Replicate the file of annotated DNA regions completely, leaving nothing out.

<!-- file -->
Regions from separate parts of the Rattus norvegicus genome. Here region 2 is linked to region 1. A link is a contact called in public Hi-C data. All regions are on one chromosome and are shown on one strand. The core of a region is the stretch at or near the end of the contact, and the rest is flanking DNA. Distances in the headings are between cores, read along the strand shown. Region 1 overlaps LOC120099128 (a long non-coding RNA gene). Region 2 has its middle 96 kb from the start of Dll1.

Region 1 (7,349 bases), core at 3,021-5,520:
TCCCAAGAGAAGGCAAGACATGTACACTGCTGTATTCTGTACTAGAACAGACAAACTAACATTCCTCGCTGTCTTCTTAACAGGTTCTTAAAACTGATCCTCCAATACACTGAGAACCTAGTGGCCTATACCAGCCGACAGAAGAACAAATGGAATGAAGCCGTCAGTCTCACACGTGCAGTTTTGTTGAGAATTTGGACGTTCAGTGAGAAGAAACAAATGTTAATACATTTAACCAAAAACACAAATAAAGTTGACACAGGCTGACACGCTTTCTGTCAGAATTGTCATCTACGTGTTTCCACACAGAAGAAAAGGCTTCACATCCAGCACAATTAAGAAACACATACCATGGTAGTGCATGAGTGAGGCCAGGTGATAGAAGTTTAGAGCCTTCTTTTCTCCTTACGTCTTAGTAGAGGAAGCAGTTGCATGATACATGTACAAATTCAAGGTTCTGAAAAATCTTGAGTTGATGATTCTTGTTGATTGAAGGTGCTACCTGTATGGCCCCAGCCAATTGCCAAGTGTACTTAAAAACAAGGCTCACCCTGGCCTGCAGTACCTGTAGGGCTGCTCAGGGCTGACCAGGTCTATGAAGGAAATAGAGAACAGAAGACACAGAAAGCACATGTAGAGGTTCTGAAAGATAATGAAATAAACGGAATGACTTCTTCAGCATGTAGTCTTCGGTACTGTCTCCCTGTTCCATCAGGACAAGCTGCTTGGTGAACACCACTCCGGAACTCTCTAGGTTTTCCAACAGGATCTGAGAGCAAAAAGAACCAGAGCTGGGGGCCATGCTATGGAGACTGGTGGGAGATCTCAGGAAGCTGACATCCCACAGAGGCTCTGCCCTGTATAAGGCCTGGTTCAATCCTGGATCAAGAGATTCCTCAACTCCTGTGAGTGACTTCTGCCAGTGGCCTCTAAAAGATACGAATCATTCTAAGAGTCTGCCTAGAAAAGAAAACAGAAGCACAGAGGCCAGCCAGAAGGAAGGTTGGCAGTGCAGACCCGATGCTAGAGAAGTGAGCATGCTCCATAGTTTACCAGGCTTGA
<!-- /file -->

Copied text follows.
Regions from separate parts of the Rattus norvegicus genome. Here region 2 is linked to region 1. A link is a contact called in public Hi-C data. All regions are on one chromosome and are shown on one strand. The core of a region is the stretch at or near the end of the contact, and the rest is flanking DNA. Distances in the headings are between cores, read along the strand shown. Region 1 overlaps LOC120099128 (a long non-coding RNA gene). Region 2 has its middle 96 kb from the start of Dll1.

Region 1 (7,349 bases), core at 3,021-5,520:
TCCCAAGAGAAGGCAAGACATGTACACTGCTGTATTCTGTACTAGAACAGACAAACTAACATTCCTCGCTGTCTTCTTAACAGGTTCTTAAAACTGATCCTCCAATACACTGAGAACCTAGTGGCCTATACCAGCCGACAGAAGAACAAATGGAATGAAGCCGTCAGTCTCACACGTGCAGTTTTGTTGAGAATTTGGACGTTCAGTGAGAAGAAACAAATGTTAATACATTTAACCAAAAACACAAATAAAGTTGACACAGGCTGACACGCTTTCTGTCAGAATTGTCATCTACGTGTTTCCACACAGAAGAAAAGGCTTCACATCCAGCACAATTAAGAAACACATACCATGGTAGTGCATGAGTGAGGCCAGGTGATAGAAGTTTAGAGCCTTCTTTTCTCCTTACGTCTTAGTAGAGGAAGCAGTTGCATGATACATGTACAAATTCAAGGTTCTGAAAAATCTTGAGTTGATGATTCTTGTTGATTGAAGGTGCTACCTGTATGGCCCCAGCCAATTGCCAAGTGTACTTAAAAACAAGGCTCACCCTGGCCTGCAGTACCTGTAGGGCTGCTCAGGGCTGACCAGGTCTATGAAGGAAATAGAGAACAGAAGACACAGAAAGCACATGTAGAGGTTCTGAAAGATAATGAAATAAACGGAATGACTTCTTCAGCATGTAGTCTTCGGTACTGTCTCCCTGTTCCATCAGGACAAGCTGCTTGGTGAACACCACTCCGGAACTCTCTAGGTTTTCCAACAGGATCTGAGAGCAAAAAGAACCAGAGCTGGGGGCCATGCTATGGAGACTGGTGGGAGATCTCAGGAAGCTGACATCCCACAGAGGCTCTGCCCTGTATAAGGCCTGGTTCAATCCTGGATCAAGAGATTCCTCAACTCCTGTGAGTGACTTCTGCCAGTGGCCTCTAAAAGATACGAATCATTCTAAGAGTCTGCCTAGAAAAGAAAACAGAAGCACAGAGGCCAGCCAGAAGGAAGGTTGGCAGTGCAGACCCGATGCTAGAGAAGTGAGCATGCTCCATAGTTTACCAGGCTTGA